In an executive order signed last week, President Donald Trump said his administration would cut off federal grant funding to “sanctuary jurisdictions,” saying places that shelter people who lack legal status in the U.S. “have caused immeasurable harm to the American people and to the very fabric of our Republic.”
The order could cover cities, counties and even entire states, and it dovetails with Trump’s promise of swift mass deportations.
Maine has one of the country’s smallest populations of undocumented immigrants, so the Trump policy will likely not have broad impact. Where it could be felt most is Portland, a diverse city with a reputation of welcoming immigrants.
Many in Portland fear Trump’s immigration crackdown could mean friends and neighbors will be deported. Even though former President Barack Obama deported a record 2.4 million people during his terms in office, Trump’s promise of more deportations and a ban on travel to certain countries have prompted a deep, public anxiety in the city unlike anything from the last eight years.
Portland’s current policy states it will cooperate with federal authorities to enforce immigration laws. Some are pushing the city to change this policy, while officials also are pointing to the strength of the existing immigrant protections and the practical limits on local law enforcement’s involvement with immigration officials.
In the background, Gov. Paul LePage has repeatedly labeled the city a sanctuary — for its defiance of his efforts to end aid to asylum seekers — which creates a powerful perception, regardless of Portland’s actual policies.
It’s unclear whether and how Portland would be affected by the Trump order because the federal government has so far failed to specify how it’s going to act. This uncertainty is making the stakes feel high.
Here’s what we know and what we don’t about the local debate over Trump’s planned crackdown on undocumented immigrants and the cities that protect them.
What is a sanctuary city?
There is no settled legal definition of a sanctuary city or jurisdiction, so the term has become something of a political projectile.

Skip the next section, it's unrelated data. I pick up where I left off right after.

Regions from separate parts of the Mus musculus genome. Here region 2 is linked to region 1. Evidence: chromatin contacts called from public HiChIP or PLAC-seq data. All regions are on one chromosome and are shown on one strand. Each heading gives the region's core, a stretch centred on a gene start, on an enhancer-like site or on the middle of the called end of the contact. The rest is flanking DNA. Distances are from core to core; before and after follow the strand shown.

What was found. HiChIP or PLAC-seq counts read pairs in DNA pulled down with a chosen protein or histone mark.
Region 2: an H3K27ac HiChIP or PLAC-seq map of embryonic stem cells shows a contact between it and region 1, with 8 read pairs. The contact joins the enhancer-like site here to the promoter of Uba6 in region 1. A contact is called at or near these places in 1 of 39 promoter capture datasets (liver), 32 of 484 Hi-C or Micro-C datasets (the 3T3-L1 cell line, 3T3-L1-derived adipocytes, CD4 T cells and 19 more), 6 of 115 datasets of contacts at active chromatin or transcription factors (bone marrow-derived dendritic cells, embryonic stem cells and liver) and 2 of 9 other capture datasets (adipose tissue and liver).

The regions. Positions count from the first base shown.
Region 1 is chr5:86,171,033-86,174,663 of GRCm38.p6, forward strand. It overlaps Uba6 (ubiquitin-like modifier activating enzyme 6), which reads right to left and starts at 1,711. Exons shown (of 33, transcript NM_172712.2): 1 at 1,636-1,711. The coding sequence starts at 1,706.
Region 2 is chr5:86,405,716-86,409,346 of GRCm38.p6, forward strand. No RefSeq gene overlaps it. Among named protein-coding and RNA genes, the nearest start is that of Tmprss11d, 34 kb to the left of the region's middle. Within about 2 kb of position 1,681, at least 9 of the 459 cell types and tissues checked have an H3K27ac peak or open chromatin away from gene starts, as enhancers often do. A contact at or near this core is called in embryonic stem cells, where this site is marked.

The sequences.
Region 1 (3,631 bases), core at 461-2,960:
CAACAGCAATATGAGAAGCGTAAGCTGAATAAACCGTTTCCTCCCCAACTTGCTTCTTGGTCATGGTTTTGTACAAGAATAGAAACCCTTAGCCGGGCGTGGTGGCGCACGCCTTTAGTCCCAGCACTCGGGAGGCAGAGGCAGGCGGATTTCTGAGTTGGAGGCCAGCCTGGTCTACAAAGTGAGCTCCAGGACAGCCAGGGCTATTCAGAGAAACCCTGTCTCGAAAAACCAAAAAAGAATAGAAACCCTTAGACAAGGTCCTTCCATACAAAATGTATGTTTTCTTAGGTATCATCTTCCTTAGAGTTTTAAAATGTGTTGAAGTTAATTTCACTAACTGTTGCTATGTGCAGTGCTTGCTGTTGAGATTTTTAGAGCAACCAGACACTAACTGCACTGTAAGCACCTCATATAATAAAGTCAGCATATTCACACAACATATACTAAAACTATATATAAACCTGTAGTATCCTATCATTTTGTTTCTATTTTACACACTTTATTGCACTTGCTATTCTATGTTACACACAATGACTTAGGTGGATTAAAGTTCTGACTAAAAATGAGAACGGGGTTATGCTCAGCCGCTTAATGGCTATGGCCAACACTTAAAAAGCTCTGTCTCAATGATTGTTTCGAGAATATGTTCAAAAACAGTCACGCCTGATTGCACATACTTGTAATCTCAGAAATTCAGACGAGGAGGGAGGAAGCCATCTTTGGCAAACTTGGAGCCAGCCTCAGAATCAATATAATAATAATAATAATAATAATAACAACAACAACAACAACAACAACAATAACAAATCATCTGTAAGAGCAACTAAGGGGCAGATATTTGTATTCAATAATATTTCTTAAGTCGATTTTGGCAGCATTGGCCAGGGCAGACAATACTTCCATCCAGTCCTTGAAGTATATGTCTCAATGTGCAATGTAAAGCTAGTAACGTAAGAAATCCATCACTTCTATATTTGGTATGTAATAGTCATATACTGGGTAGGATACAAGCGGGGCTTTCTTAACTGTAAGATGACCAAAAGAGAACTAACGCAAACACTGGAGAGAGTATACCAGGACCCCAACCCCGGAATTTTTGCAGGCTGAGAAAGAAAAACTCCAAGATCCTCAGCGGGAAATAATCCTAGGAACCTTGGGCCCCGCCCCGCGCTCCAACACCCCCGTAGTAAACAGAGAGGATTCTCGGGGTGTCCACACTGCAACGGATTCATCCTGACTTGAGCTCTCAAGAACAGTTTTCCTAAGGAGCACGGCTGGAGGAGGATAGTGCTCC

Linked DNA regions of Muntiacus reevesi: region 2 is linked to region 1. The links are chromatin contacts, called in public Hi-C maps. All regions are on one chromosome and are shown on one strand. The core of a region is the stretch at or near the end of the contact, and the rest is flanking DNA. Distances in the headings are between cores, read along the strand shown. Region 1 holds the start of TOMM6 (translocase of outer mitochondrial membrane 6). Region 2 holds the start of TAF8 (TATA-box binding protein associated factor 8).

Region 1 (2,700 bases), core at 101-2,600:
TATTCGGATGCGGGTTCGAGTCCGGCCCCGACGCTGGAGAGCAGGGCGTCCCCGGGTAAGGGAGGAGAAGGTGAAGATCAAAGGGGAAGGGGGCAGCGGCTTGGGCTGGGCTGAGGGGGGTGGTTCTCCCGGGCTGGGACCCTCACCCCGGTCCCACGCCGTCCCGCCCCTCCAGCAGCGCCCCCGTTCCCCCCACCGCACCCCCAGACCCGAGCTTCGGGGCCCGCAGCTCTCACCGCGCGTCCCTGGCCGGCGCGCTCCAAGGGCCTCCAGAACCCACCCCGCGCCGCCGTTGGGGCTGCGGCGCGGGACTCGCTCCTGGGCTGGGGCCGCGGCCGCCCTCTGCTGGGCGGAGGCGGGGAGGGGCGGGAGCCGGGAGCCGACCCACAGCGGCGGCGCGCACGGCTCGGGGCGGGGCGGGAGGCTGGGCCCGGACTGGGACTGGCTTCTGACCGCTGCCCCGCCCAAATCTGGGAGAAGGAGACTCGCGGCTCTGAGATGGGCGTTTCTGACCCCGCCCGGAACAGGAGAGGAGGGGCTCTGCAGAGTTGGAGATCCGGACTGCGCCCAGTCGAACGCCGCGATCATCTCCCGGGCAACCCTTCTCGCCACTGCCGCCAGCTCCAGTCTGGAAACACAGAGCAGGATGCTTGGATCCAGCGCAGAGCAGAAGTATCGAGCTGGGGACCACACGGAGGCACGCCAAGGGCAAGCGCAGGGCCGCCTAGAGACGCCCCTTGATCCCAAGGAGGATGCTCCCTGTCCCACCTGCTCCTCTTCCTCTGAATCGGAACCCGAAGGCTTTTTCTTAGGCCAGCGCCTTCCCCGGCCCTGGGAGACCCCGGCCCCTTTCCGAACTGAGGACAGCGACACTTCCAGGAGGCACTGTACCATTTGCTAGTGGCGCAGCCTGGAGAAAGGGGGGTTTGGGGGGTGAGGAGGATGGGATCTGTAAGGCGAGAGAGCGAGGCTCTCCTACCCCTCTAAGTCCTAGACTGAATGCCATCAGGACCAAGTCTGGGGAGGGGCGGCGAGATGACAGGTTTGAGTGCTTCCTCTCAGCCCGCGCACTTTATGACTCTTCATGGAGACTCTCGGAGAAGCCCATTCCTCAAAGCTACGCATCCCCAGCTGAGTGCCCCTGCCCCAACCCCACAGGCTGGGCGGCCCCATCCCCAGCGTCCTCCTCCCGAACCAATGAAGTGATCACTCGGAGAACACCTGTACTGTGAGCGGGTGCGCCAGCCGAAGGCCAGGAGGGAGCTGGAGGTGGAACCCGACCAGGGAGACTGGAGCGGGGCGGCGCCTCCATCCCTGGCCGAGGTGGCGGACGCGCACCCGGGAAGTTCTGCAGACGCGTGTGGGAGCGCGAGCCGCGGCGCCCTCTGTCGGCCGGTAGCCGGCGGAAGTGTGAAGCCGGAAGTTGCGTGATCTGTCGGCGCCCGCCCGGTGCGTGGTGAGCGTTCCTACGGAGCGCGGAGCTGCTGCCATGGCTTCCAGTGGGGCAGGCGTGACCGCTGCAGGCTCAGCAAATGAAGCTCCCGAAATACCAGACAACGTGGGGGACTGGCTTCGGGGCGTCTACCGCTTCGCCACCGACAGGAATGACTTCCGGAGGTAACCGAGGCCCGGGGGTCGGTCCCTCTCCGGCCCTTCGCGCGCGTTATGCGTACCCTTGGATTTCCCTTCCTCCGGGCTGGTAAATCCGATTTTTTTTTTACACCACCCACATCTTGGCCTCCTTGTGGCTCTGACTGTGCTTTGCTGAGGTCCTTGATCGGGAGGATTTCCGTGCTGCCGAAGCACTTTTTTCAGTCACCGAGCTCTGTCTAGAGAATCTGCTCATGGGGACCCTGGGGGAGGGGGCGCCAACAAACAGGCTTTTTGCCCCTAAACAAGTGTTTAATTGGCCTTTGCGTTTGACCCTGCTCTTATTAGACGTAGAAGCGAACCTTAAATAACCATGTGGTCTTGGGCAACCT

Most broadly, the term refers to local governments that extend political and practical protections to people who are in the country without legal status.
Some of America’s largest cities are self-proclaimed sanctuaries, and several smaller New England cities have taken up the tile and changed their policies in acts of open opposition to Trump.
Collectively, they could lose billions in grant money if the Trump administration follows through on the order, which left the details about implementation vague. But several cities have pledged to maintain their policies in defiance of the administration. San Francisco already has sued, arguing the crackdown violates states’ constitutionally protected right by attempting to “commandeer state and local officials to enforce federal law.” The case, which may turn on core constitutional questions, is unlikely to move quickly.
The policy that has come to the center of the political fight over sanctuary cities is whether local law enforcement work with federal immigration authorities. Cities including Chicago, New York and Los Angeles, for instance, limit cooperation with the feds even to the point of refusing requests — known as detainer orders — to hold undocumented inmates in jail.
In his executive order, Trump said the secretary of the Department of Homeland Security can designate a place to be a sanctuary jurisdiction, but the term was not defined. The Department of Homeland Security did not respond to repeated requests for clarification.
Is Portland a sanctuary city?
Local officials in Portland have been denying that the term applies for at least as long as LePage has been making political hay of labeling it as one.
Portland has an explicit policy of cooperating with federal law enforcement, but local police don’t have the power to enforce federal laws. So if federal immigration officials asked Portland police to lend a hand with an arrest, local officers might offer back-up, such as a squad car parked out front of the building where people were being arrested, but they wouldn’t be putting on the cuffs, according to a city spokeswoman.